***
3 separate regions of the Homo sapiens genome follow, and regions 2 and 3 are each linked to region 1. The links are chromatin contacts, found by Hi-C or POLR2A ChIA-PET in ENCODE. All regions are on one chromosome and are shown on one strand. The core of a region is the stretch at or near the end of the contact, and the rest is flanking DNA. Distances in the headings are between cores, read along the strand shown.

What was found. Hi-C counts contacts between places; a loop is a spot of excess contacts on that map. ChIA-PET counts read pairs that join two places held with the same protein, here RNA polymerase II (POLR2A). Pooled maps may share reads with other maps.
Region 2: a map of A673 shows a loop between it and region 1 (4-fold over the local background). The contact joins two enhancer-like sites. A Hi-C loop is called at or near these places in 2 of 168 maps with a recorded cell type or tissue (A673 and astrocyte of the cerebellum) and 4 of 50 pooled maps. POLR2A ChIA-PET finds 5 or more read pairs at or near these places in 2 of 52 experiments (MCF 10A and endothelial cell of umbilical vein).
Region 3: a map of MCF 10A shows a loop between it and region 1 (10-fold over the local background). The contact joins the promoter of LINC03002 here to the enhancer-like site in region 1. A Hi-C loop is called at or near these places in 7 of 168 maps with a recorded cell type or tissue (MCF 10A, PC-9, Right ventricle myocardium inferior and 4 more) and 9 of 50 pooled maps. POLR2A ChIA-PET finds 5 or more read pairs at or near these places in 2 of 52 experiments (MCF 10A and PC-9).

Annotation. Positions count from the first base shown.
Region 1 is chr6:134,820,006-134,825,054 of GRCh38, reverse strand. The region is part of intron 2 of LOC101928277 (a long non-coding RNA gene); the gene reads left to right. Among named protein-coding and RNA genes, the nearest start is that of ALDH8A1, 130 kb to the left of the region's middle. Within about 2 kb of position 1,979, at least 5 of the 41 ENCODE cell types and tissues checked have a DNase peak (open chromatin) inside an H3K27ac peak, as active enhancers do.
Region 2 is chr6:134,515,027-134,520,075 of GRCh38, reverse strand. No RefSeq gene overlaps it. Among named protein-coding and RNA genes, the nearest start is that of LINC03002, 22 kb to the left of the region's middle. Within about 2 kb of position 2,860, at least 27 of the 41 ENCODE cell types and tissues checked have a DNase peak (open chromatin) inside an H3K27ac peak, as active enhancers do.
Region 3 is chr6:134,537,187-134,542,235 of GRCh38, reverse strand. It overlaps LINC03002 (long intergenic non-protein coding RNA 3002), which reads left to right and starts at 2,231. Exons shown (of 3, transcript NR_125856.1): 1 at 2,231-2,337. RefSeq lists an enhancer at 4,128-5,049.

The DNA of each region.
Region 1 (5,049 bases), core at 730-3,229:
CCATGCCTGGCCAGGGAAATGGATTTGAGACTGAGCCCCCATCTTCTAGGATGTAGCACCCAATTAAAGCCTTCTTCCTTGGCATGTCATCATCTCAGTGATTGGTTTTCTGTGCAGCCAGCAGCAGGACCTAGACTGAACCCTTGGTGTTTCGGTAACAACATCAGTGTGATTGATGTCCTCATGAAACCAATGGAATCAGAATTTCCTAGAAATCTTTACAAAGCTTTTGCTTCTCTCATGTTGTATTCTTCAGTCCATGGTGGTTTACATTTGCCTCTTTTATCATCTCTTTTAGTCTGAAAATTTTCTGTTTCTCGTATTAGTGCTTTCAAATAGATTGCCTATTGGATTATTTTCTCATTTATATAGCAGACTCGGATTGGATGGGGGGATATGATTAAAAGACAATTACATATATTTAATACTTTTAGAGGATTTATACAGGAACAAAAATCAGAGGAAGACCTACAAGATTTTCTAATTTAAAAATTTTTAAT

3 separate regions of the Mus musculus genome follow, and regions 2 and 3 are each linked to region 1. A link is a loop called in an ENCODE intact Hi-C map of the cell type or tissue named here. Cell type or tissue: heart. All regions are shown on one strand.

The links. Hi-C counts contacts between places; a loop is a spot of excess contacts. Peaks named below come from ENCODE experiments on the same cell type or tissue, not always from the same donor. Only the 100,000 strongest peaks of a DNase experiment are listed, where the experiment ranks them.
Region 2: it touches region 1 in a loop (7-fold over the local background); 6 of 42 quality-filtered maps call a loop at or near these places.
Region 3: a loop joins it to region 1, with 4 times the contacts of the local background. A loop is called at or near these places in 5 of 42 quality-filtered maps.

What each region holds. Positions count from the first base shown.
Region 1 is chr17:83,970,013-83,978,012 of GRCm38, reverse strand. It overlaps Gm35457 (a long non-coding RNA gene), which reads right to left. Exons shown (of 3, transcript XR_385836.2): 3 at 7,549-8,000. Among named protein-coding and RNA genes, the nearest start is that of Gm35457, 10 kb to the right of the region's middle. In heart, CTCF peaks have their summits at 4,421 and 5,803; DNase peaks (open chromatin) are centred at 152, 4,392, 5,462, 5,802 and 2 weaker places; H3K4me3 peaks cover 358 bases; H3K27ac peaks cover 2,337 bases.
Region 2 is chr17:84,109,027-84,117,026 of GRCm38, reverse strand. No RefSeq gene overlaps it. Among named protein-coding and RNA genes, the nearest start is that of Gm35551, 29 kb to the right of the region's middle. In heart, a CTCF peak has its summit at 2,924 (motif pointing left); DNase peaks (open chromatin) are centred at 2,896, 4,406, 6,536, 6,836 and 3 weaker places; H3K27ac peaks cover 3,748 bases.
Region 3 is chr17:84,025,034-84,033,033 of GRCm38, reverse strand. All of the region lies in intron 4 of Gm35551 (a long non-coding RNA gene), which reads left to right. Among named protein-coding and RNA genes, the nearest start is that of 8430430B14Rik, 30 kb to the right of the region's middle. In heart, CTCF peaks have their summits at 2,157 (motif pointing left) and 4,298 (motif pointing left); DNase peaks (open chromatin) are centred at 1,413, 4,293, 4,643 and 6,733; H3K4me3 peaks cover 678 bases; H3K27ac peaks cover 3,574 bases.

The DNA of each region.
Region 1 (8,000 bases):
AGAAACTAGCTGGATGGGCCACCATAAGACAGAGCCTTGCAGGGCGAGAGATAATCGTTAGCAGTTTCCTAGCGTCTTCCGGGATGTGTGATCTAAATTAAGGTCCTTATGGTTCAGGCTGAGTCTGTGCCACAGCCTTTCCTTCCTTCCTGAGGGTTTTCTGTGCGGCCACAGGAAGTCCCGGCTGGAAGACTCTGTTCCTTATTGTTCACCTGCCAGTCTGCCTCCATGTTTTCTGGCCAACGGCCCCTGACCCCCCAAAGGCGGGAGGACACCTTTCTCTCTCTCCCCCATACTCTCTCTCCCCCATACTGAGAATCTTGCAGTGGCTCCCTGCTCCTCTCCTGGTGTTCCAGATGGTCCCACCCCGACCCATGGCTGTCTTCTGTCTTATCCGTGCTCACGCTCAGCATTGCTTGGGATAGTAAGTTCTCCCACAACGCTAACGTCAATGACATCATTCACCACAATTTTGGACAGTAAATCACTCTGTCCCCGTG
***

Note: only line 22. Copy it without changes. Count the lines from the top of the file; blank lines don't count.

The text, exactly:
AGAAACTAGCTGGATGGGCCACCATAAGACAGAGCCTTGCAGGGCGAGAGATAATCGTTAGCAGTTTCCTAGCGTCTTCCGGGATGTGTGATCTAAATTAAGGTCCTTATGGTTCAGGCTGAGTCTGTGCCACAGCCTTTCCTTCCTTCCTGAGGGTTTTCTGTGCGGCCACAGGAAGTCCCGGCTGGAAGACTCTGTTCCTTATTGTTCACCTGCCAGTCTGCCTCCATGTTTTCTGGCCAACGGCCCCTGACCCCCCAAAGGCGGGAGGACACCTTTCTCTCTCTCCCCCATACTCTCTCTCCCCCATACTGAGAATCTTGCAGTGGCTCCCTGCTCCTCTCCTGGTGTTCCAGATGGTCCCACCCCGACCCATGGCTGTCTTCTGTCTTATCCGTGCTCACGCTCAGCATTGCTTGGGATAGTAAGTTCTCCCACAACGCTAACGTCAATGACATCATTCACCACAATTTTGGACAGTAAATCACTCTGTCCCCGTG